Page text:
For almost 30 years, Superior Abatement, Inc. has specialized in demolition projects. This includes asbestos and lead abatement, as well as the removal of other contaminants like PCBs, heavy metals, hydrocarbons, and more.
Last winter the company was called in to remediate the historic Passaic County Courthouse, which was built between 1898 and 1903, before restoration work could begin. The project involved three floors with high ceilings in the 35,000 ft2 building. “We’re talking about a lot of cubic feet,” recalls Superior Abatement owner, Nick Petrovski.
Superior Abatement brought temporary heating equipment on site. But it wasn’t working. Water hoses, which were used to wet down materials for asbestos removal, froze. Employees couldn’t “shower out” after a day’s work of remediation.
The three heating units, dedicated to each floor, couldn’t produce enough heat. Nor could they distribute hot air, which resulted in a very cold courthouse.
“Of course, a cold environment slowed production,” adds Petrovski. Maintaining multiple units also took up a lot of time. The units needed to be refueled every day. “Nobody wanted to be out in cold playing with the units.”
So, the company brought in a BABFAR DF-6 unit. It was the first time the company used BABFAR. According to Petrovski, it won’t be the last.
BABFAR technicians walked the courthouse site, met with supervisors, recommended a unit with 6,000 cubic feet per minute (CFM) capacity, and designed a ductwork plan that would deliver heat to all three floors. When the equipment arrived, BABFAR trained supervisors on start-up and basic troubleshooting.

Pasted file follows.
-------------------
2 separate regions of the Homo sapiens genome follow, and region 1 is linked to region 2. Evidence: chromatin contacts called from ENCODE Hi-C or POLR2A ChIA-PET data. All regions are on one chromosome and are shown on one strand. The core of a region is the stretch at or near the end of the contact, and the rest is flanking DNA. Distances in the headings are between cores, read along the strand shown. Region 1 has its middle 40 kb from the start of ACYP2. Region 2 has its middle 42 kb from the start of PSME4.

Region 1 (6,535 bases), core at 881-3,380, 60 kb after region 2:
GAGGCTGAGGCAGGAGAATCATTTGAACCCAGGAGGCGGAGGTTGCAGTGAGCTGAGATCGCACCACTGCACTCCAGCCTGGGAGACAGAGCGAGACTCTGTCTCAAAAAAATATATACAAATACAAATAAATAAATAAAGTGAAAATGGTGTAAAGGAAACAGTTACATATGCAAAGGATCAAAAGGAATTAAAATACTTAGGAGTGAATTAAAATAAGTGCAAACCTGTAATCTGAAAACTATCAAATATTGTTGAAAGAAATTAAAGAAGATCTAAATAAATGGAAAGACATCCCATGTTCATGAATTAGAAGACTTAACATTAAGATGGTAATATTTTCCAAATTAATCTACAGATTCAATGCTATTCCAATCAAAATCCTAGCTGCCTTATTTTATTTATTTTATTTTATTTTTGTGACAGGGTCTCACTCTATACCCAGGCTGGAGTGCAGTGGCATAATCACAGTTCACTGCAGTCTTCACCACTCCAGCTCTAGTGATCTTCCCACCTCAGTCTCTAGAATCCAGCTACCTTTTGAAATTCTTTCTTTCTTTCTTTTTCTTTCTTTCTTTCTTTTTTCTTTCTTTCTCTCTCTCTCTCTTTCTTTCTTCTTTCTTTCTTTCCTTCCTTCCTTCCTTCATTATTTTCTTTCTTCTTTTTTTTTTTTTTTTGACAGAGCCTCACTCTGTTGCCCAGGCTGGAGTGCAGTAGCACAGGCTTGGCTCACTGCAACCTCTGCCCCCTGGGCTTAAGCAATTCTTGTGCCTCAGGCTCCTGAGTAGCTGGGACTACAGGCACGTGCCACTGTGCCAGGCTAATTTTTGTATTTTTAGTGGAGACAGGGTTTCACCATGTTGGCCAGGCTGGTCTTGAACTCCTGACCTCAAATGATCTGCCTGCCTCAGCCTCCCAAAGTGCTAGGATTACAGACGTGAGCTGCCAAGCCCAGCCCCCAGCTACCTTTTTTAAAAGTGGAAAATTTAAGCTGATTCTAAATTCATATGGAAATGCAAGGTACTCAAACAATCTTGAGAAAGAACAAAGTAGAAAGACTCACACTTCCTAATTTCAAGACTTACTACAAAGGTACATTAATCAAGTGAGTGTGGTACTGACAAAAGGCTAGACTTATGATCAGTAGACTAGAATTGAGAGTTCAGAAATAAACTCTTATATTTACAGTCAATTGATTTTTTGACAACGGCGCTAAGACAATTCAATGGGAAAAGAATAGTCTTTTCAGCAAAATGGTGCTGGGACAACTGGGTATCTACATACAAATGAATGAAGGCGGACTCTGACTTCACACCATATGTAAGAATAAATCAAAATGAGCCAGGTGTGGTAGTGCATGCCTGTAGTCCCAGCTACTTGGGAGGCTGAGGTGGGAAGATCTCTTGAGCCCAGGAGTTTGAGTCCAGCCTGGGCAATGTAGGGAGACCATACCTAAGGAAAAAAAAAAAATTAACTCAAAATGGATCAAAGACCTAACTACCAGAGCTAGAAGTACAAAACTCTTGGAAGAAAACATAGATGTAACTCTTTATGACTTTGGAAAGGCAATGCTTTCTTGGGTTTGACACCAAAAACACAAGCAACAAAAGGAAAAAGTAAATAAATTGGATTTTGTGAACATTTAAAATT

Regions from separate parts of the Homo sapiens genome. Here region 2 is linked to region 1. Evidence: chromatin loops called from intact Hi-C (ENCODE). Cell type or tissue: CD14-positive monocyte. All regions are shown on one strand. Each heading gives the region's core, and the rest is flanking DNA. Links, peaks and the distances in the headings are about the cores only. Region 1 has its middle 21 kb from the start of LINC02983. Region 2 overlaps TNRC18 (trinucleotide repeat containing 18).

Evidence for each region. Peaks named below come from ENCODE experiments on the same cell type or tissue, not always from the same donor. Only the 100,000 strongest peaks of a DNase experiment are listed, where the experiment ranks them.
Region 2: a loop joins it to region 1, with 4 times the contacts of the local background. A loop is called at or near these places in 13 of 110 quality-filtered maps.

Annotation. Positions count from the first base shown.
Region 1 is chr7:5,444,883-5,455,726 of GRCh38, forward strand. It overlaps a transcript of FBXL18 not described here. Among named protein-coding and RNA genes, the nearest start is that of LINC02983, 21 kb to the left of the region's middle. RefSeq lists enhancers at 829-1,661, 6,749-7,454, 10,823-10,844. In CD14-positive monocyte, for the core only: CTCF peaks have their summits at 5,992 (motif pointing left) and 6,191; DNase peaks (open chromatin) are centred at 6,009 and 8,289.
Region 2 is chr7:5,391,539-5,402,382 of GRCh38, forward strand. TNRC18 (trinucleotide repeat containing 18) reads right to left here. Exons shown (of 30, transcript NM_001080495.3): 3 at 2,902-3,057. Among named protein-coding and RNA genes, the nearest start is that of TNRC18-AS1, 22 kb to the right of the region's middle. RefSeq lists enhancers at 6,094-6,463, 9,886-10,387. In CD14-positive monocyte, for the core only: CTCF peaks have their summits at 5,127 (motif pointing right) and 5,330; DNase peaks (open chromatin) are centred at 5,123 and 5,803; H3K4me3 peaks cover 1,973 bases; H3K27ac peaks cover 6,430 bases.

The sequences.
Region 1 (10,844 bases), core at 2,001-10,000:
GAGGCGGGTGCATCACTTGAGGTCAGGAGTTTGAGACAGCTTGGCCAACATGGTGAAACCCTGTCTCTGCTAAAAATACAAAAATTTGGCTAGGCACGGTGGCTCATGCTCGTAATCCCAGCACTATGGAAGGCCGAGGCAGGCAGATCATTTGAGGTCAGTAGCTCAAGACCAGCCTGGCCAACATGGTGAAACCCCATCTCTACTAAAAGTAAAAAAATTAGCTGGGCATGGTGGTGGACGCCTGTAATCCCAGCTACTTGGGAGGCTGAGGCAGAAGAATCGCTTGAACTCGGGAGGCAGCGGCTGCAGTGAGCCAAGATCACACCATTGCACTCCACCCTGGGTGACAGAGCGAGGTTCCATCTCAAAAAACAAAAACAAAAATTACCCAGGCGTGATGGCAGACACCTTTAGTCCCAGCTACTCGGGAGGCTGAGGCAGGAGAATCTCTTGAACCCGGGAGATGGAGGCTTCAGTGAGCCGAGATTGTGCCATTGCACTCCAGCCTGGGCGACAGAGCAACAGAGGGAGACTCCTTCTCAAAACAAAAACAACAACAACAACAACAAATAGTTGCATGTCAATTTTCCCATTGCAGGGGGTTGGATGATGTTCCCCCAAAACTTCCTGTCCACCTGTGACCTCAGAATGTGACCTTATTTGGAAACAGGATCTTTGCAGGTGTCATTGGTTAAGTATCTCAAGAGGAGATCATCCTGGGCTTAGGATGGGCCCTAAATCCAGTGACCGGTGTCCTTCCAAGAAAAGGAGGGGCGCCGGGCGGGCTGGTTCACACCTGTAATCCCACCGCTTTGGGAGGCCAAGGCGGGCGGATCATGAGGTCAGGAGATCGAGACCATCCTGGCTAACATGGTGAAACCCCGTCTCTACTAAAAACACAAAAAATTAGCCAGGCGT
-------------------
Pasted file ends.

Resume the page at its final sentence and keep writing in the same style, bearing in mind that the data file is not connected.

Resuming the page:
Though the three existing units generated the same BTU and almost three times the CFM of the BABFAR unit, the change was dramatic. “A single BABFAR heater had more power than the three other units combined,” says Petrovski. This highlights the inefficiency of indirect-fired heaters.
In addition, the crew never had to maintain the BABFAR unit. And a 1,000-gallon propane tank meant they never had to refuel the unit. The company fired-up the unit each day at 6 am before the crew arrived. “The guys actually complained about too much heat. So, we had to turn the units down.”
But the most exciting part of the project was how the heaters helped with “air scrubbing.” During gross removal and fine removal of hazardous materials, air filtration devices (AFDs) are used to trap particles and contaminants. Not only did the BABFAR heater generate more heat, but it also generated more airflow, which helped to clean the air. AFDs, also called negative-air machines, suck air from inside the building and use a three-stage filtering process to capture contaminants. The BABFAR unit, with its high CFM capacity, created positive pressurization, which improved air circulation and helped the AFDs extract contaminants from every nook and cranny of the building.
At the end of the day, the BABFAR unit required a little more time to install. But once it was set up, it did the job and it didn’t need any attention. The diesel heaters Superior Abatement started with, on the other hand, were easier to set up but required a lot more maintenance and refueling. “I wish I knew about BABFAR sooner,” says Petrovski.